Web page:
The poisonous rootkits rocking the security world
There are some seriously stealthy rootkits running on computers today. Tom Brewster investigates the extent of the problem...
Despite the increasing levels of quality in rootkits, their end objective has remained the same. "The goal is always to become as hidden as possible and to achieve this goal the rootkit should stay, in theory, outside the operating system so that the security software won't be able to detect it and remove it," said Marco Giuliani, threat research analyst.
What's massively concerning for IT is that much modern security software is about as useful as body armour made of silly putty in the face of many rootkits. Whether they are "uber rootkits" or the more widespread kits that target the Windows kernel and the hard drive's Master Boot Record, today's antivirus is practically pointless in many cases.
"The fact is, most security software is still unable to effectively counteract kernel mode rootkits. A lot of them can't either detect proof of concept rootkits that are more than two years old,"
"Despite what people may think, detecting such kinds of infections is not as trivial as it would seem." Giuliani added.
Going deeper underground
With traditional protections failing, many IT departments are understandably worried. But just a matter of weeks ago a new kind of security model was brought to market that will help in the ongoing fight against rootkits.
Modern security software is about as useful as body armour made of silly putty in the face of many rootkits.
To ensure rootkits aren't hiding malicious activity on systems, security companies have had to follow cyber criminals and go under the OS. Introducing McAfee and Intel's first security-on-a-chip product Deep Defender based on the DeepSAFE concept announced in the summer. Almost everyone agrees this is the model required to take on the super-rootkits of today.
"Up until now, all our malware arsenal has been held at the operating system. The [DeepSAFE] idea is right We would love to get our technology in there," said vice president of technical strategy at M86 Security, Bradley Anstis.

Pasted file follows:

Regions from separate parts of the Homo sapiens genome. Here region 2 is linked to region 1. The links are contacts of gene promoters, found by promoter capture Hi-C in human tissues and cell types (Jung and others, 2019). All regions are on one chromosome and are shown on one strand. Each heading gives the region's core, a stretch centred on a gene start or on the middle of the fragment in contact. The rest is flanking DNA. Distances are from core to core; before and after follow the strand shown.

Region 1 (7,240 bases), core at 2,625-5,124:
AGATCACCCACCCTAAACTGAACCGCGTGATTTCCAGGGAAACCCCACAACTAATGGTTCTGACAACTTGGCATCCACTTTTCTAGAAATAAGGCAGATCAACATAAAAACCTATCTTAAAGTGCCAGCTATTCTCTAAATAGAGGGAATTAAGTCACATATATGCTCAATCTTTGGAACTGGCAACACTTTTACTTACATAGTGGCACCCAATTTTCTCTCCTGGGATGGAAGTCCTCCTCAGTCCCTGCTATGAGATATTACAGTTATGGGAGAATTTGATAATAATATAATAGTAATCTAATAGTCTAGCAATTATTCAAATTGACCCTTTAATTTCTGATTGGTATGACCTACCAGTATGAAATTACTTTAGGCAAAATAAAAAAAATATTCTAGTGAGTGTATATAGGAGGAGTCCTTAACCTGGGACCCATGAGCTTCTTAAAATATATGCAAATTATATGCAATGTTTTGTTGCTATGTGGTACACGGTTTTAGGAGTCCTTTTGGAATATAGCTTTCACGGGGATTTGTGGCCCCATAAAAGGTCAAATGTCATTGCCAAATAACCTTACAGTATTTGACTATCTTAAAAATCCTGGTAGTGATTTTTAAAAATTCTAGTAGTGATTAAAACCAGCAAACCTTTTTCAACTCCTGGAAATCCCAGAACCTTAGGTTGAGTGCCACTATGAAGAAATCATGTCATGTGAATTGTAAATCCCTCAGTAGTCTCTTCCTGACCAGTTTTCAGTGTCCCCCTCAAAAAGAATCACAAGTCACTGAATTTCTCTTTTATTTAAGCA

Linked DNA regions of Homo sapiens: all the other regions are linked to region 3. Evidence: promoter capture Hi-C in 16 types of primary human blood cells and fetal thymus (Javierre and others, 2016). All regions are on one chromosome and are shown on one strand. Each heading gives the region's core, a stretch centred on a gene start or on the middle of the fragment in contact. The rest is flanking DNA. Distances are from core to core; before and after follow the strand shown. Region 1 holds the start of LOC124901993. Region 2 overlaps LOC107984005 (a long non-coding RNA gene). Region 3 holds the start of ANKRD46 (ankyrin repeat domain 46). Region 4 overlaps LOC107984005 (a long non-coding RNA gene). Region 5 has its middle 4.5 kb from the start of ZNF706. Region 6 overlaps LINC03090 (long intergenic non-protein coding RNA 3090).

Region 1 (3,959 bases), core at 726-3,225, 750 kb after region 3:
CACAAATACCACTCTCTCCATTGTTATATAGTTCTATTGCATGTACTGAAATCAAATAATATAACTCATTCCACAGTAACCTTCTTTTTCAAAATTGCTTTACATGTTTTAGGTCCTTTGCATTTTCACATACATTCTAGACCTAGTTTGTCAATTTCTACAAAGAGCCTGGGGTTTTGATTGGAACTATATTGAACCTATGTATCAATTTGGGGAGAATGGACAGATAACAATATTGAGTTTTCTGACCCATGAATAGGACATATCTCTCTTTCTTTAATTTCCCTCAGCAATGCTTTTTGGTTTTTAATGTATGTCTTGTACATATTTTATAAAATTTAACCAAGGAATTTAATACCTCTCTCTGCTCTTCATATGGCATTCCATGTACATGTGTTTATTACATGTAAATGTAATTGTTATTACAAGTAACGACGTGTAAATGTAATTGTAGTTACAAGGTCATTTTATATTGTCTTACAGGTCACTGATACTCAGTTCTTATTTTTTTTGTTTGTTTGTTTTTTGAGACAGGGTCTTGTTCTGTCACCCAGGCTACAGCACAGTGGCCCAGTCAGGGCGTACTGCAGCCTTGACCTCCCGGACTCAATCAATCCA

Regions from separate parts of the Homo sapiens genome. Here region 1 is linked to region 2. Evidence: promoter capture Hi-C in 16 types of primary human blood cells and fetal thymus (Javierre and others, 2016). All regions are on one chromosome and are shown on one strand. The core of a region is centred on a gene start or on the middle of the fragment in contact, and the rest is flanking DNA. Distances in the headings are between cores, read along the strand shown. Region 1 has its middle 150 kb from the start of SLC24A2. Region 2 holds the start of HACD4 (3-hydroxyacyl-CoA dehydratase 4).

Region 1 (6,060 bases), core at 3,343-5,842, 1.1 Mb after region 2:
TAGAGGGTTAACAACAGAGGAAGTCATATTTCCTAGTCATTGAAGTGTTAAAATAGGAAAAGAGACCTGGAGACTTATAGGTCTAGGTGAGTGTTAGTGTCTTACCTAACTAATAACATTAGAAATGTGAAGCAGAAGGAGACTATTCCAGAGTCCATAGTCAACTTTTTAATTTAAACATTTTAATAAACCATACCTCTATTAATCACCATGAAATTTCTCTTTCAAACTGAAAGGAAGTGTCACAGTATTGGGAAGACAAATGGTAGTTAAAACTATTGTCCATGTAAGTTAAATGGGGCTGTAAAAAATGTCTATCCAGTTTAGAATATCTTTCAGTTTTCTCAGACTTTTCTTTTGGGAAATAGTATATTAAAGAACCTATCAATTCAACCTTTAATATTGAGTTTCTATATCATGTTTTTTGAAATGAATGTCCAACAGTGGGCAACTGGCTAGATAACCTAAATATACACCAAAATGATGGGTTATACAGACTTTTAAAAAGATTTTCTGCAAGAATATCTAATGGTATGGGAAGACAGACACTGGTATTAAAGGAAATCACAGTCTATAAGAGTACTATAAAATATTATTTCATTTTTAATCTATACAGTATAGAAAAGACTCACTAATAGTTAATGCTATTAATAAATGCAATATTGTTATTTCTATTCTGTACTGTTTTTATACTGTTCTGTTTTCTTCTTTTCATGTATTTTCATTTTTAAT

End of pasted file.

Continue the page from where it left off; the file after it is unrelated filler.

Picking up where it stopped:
"The reason why I think chips are the way forward is not only because they're what we load all our operating systems on, but also because anti-malware technology actually running embedded in the hardware is so much more scalable than sitting on top of drivers or operating systems."
Competitors will be clambering over one another to ensure they get a slice of the sec-on-a-chip pie and there's little doubt they will get their fill soon. Intel and McAfee won't be able to hold onto their golden egg for too long.
Firstly, with the majority of computers in the world today based on Intel chips, the pair would face inevitable anti-trust probes if they chose not to open the model up. Then there would be the security implications: if there is only one kind of protection to bypass, hackers won't have such a hard time figuring out how to install rootkits on machines.
"It would be a massive shame if we slowed down the development of this new kind of approach to security just because of competition," Anstis added.
As much as the sub-OS model will help though, the end of rootkits is nowhere in sight. Indeed, our very own Davey Winder recently picked up on a key piece of information included in the marketing puffery for Deep Defender, namely that it's "capable of detecting nearly all kernel-mode malware." Or as Mr Winder himself put it: "It's a bit like trying to flog an underwater camera that is 99 per cent waterproof."
As in every other segment of the security industry, and in life itself, there is no such thing as 100 per cent protection.
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